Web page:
I'm a high school math teacher in seattle - we're getting nailed with all kinds of "reform" stuff from these cliques of charlatan consultants in with arne duncan & bill gates' foundation & this right wing broad foundation - a bunch of big shots with big powerpoints and big credentials and big paychecks and big titles!  

    they are doing NOTHING useful for us teachers, and, given your Significant other's military service, I ain't gonna use phrases like "in the trenches" or "on the front lines" BUT - we teachers are NOT sitting at workstations all day playing with the colors of our excel pie chart & the background of the power point slide - we're actually doing something!

    Obama, like too much of the rest of the Dim-0-Crap aristocracy, that aristocracy is ONLY comfortable around people like them - people who've clawed and crawled to the top, AND, they think and they believe and they know that they're better than the people they crawled over and clawed over.

    The ain't motivated to help us lowly grunts, regardless of where we're a grunt, cuz they don't give a crap about us!



    One thing is clear me (5.00 / 2) (#8)
    by Militarytracy on Tue Jun 29, 2010 at 08:47:05 PM EST
    Obama does what he perceives that he must do :)  Therefore I will be in his face and on his arse about what I want done :)

    He's like a bad ex-husband that you have (5.00 / 2) (#9)
    by Militarytracy on Tue Jun 29, 2010 at 08:47:36 PM EST
    had children with :)

    The kind the leaves the ex-wife (5.00 / 2) (#10)
    by observed on Tue Jun 29, 2010 at 09:11:40 PM EST
    talking to herself in public? :P

    lol (5.00 / 1) (#26)
    by The Addams Family on Wed Jun 30, 2010 at 09:46:16 AM EST
    re: Obama & the presidency, somebody said he's like the dog that caught the car he was chasing

    If the public doesn't perceive him as a leader (5.00 / 3) (#15)
    by BrassTacks on Tue Jun 29, 2010 at 09:48:10 PM EST
    They won't follow.  The public needs to think they know what motivates him or they won't follow him.  That's what leaders do, they inspire people with their beliefs.  If we don't know what Obama really believes, or what we think he really believes, no one will be inspired to follow him.  

    People/voters need to believe that he has a vision for America, not just that he goes along with what most people want.  We don't yet believe that Obama has a vision that we can support and work for.  

    I agree he's not a great leader; (5.00 / 2) (#20)
    by observed on Wed Jun 30, 2010 at 04:07:43 AM EST
    but he's a really fantastic facilitator, don't you think? Boy, can he get two sides who disagree about an issue to agree on something---their opinion of Obama!

    More seriously, I don't agree that effective leadership requires belief.
    It requires visible commitment.
    I see a lot of pictures of Obama with his pissy face these days, and it pisses me off!
    Is he unhappy things aren't going smoothly?
    That's what the expression looks like to me.
    If so, someone was lacking some life experience before he took the most important, demanding job on the planet.


    I agree that the arguments over (5.00 / 2) (#18)
    by ruffian on Tue Jun 29, 2010 at 10:10:05 PM EST
    figuring out what he wants are pointless, and that what he does is what counts. Pre-election such speculation made some kind of sense because there was not much of a record to go on - even then people twisted themselves in knots trying to convince themselves that the record said something it did not.  WORM.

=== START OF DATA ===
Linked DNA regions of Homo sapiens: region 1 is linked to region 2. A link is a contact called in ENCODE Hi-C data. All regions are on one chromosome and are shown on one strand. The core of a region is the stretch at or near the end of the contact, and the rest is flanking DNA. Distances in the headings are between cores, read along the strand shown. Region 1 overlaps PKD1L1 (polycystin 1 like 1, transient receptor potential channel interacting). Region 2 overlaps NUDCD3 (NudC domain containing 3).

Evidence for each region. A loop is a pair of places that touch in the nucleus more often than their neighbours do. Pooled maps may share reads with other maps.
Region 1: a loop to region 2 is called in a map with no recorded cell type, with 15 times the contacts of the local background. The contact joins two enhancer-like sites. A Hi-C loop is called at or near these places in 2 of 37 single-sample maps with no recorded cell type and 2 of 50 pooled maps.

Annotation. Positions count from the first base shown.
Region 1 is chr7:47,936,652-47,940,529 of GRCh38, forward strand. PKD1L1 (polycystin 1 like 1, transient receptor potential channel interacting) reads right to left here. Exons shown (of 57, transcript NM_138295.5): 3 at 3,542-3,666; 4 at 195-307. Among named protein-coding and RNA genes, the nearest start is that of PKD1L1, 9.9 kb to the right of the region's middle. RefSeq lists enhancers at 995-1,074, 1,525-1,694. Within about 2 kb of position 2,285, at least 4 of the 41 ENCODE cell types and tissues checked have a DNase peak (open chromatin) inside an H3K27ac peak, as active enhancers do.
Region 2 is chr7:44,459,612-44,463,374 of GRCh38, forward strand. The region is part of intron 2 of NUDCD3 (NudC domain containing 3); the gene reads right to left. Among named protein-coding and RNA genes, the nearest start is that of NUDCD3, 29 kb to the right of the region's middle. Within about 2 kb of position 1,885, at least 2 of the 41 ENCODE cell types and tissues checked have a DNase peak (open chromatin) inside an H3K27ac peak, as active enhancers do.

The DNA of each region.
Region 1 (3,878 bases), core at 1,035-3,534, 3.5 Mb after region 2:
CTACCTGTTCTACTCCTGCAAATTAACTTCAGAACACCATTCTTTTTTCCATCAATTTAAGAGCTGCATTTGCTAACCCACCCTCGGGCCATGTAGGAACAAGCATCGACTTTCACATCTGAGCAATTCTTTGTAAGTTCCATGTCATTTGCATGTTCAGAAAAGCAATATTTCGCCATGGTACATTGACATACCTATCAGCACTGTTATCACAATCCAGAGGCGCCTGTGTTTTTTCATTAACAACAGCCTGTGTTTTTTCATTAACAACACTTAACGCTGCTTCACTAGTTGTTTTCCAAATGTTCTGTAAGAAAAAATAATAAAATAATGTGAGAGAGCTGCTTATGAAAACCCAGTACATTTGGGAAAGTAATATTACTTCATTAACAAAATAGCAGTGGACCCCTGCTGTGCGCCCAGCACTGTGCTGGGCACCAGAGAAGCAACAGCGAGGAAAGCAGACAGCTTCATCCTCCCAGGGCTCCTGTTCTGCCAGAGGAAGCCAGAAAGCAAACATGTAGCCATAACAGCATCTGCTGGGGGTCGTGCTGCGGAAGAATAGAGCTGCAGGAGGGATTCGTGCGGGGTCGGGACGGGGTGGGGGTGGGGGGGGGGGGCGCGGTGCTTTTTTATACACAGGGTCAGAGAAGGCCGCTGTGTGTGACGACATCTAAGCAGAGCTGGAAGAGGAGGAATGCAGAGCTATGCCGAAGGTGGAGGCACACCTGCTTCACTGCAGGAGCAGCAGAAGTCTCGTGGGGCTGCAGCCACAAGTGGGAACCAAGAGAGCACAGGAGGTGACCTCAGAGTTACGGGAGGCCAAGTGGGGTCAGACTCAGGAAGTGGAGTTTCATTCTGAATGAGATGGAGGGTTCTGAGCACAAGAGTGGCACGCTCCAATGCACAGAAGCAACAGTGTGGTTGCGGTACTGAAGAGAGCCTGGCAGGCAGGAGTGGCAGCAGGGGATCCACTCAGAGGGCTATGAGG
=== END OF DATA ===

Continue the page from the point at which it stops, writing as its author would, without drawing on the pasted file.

Really does not matter, especially since the presidency is so powerless, right?

    Obama, as far as I can tell (5.00 / 3) (#19)
    by gyrfalcon on Tue Jun 29, 2010 at 11:16:10 PM EST
    works hard for what he wants.  Example A is the famous public option. He worked hard to make sure it didn't get into the final legislation, despite pretty strong public support and enough congressional support to make it possible if he'd worked for it instead of against it.

    I do think knowing what he wants and believes in matters because it does motivate him and it's a predictor of what we're going to get in the end.


    Well, I have to disagree. (5.00 / 3) (#21)
    by inclusiveheart on Wed Jun 30, 2010 at 07:42:54 AM EST
    If his goals are not the same as mine are, then it is difficult for us to create an effective team strategy.

    Turns out he didn't give a damn about th Public Option and probably opposed single payer.  That would have been helpful to know - or rather confirm - I sort of knew that when he allowed the single payer and public option folks out of that early healthcare conference - but it sure would have been helpful to know that we had a great divide.

    Furthermore, his views on the financial system, as it turns out are completely different from mine.  I thought he "wanted" to fix the system.  Turns out he wanted to put the status quo on life support and hope for the best.

    I thought he wanted to restore civil liberties at least by some measure.  Not so much.

    What surprises me about Drum's comments is that he still hasn't realized what Obama wants and doesn't want - because as you say - actions speak louder than words.  Its pretty clear where Obama stands - no matter how many people claim that he is a "helpless" "victim" of mean Republicans.

    People seek to understand... (5.00 / 2) (#24)
    by kdog on Wed Jun 30, 2010 at 09:14:15 AM EST
    the why and the intentions because we all wanna believe in a hero, a champion for the common man...they can win or lose as long as they are fighting the good fight.  It's a reassuring belief to have in such a f*cked up world...that there is a heart that is pure fighting for truth, justice, and the true american way up high in the halls of power.

    But people with half a brain know that heros don't get out of the starting gate in this here game called politics...damn right it's a pointless exercise to try and see their souls.

    I am not looking for a hero, but (5.00 / 2) (#32)
    by inclusiveheart on Wed Jun 30, 2010 at 11:01:42 AM EST